Bird Brain Chronicles, Bird pics and story

January 11 – This Was No Place Like Home

Mueller Lake Park in Austin is a beautiful park in a high end area of town. Anywhere you go, you have to pay to park. Well, in the park, the parking is free, if you can find a space. I did and took a walk around the lake. While talking with Austinites, I was told that this park was built on the site of their old air port. The lake is full of ducks, some domesticated, some wild, and some in-between. There were a number of different types of birds in the water and in the surrounding areas. I was met first by some coots swimming with the ducks. I believe the ducks are ring-necked ducks. (Google images said “mallard” but Bing Images led me to Ring-necked duck.) This is the first time I’ve identified ring-necked ducks. It’s always a joy to get a new bird! Most of the pictures that I have of them though, was when they were swimming away. This is one of the ring-necked ducks without the coots.

There were a number of domesticated ducks and Muscovy ducks as well. I’ve seen them locally, and, to be honest, they aren’t my favorite birds to photograph.

 

 

I saw some cormorants in different parts of the lake and loved watching them dry off their wings. Apparently, their wings aren’t totally waterproof, according to William Mays, so they have to dry off their wings. In the past I’ve seen ten or twenty of them at a time standing on the bank of a lake drying their wings this way.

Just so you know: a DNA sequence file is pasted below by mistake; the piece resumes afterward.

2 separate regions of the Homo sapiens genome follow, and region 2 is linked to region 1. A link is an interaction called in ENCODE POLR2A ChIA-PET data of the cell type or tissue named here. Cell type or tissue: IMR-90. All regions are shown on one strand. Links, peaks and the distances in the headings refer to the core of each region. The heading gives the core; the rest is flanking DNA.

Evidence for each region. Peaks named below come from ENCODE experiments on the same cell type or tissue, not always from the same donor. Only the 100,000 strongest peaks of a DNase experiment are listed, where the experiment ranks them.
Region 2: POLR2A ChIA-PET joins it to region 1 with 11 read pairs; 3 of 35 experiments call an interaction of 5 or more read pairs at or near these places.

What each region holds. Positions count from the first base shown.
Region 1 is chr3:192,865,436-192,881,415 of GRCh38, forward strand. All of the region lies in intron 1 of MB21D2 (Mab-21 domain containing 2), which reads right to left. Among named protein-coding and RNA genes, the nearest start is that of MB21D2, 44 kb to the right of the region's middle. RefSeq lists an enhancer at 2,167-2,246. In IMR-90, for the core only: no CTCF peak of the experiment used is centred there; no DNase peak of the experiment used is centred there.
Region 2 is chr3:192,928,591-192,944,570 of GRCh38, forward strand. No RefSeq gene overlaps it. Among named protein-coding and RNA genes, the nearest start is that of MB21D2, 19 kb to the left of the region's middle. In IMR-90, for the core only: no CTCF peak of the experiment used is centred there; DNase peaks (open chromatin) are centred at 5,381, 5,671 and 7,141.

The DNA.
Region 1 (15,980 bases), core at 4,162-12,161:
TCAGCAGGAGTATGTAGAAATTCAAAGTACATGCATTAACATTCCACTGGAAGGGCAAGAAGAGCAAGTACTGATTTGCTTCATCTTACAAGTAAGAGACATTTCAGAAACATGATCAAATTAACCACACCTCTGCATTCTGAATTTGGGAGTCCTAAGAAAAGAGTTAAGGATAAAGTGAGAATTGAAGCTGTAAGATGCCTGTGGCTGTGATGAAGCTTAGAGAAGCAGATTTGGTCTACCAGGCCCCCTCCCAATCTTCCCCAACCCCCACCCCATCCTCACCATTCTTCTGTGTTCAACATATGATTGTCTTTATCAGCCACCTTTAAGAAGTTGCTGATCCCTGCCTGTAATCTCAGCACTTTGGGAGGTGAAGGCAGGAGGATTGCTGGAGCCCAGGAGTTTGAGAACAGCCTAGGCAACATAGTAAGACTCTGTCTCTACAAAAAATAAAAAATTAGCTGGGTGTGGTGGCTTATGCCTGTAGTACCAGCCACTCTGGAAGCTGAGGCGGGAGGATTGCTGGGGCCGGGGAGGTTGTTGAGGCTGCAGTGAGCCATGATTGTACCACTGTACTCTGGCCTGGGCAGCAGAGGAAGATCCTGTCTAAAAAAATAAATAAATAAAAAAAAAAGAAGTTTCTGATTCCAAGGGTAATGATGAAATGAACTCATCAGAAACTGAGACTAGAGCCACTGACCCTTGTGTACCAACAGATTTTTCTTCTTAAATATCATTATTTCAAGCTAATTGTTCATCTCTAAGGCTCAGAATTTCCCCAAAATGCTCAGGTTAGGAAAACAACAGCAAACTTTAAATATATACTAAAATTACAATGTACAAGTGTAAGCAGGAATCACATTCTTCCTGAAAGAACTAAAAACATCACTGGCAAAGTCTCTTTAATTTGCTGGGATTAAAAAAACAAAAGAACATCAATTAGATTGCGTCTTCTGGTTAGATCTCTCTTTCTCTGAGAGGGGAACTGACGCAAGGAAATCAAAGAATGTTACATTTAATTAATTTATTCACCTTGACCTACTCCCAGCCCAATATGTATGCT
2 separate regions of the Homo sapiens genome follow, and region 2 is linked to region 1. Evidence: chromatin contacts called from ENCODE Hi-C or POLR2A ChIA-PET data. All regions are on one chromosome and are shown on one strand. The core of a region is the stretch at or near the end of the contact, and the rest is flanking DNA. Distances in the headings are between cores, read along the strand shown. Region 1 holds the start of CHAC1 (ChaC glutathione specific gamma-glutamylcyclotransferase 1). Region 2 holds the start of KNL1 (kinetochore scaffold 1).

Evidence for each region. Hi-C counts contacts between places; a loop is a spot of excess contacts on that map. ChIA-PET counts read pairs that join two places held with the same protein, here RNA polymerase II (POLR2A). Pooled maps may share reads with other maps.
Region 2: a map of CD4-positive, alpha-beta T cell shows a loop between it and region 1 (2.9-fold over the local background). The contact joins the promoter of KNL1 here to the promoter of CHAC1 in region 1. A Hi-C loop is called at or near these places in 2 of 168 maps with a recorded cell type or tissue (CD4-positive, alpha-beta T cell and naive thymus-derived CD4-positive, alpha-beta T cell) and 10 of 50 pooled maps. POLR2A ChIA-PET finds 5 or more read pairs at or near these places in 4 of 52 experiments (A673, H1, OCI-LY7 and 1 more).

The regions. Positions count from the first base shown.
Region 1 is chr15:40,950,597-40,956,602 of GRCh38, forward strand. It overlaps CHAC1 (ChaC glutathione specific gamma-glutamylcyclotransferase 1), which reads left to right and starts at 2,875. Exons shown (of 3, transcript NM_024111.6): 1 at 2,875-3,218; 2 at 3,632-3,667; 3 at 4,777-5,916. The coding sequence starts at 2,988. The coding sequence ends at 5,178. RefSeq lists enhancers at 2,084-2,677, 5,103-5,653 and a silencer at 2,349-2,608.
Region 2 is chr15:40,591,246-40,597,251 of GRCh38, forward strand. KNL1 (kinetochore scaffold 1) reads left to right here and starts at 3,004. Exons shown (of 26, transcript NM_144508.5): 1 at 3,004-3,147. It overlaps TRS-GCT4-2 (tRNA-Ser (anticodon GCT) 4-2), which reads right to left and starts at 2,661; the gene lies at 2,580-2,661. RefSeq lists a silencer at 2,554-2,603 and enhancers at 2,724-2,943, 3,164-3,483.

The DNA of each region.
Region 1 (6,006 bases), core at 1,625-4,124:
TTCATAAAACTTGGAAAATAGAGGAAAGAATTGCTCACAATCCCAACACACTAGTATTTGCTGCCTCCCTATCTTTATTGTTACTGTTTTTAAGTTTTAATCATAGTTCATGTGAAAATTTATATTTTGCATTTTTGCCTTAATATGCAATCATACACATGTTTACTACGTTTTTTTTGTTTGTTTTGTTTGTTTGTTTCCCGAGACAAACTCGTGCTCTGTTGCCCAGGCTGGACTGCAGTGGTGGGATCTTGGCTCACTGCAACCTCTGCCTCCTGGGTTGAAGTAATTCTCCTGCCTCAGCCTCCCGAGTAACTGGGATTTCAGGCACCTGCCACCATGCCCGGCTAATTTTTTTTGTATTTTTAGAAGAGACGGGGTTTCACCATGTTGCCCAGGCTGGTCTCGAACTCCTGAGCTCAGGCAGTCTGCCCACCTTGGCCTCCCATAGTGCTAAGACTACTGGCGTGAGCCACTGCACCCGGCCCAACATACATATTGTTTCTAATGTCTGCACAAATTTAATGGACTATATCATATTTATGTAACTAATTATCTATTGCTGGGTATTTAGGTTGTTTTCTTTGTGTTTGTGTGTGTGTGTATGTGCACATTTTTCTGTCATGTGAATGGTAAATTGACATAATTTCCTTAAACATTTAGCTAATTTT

Grackles abound in Austin as well. Who would have guessed. As I talked with someone walking the trails, because I blocked his path, he told me that it was perfectly understandable and that he loved watching grackles, too. I’m not a big fan of grackles, but ya gotta love the eyes.

 

 

I saw my first few yellow-rumped warblers of the year at the lake. They were hiding in a tree, flitting around quickly when they left, so I didn’t get very good shots, but they were there. You can see the flash of yellow in the pic. They have a similar flash on their rumps – hence the name. One of their nicknames is “Butter Butt.”

 

 

 

 

What body of water would be complete without an egret – a Great Egret in this case. There is such an air of royalty about them. Every move is deliberate as if planned. This one worked hard to shun my picture taking, but I got a few good shots in.

 

 

 

 

 

While there were a few mottled ducks and female mallards, the last duck I’m going to look at is a Crested Mallard. According the the article I just linked, this duck is the product of selective breeding to give this mallard the crest or tuft on its head. It’s apparently a tame bird gone wild. I thought it looked interesting, and so I shared it.

Today was a tiring day – walking around the park, then sitting and waiting on my wife who does contract work for the state. Then, we had a long drive home in rainy conditions. Still, it was a good one. Not only was I able to get some good pictures, I got to spend a lot of time with my wife.

Bird Brain Chronicles, Bird pics and story, Daily Work

January 8 – Yes I Missed Yesterday But Today Was Good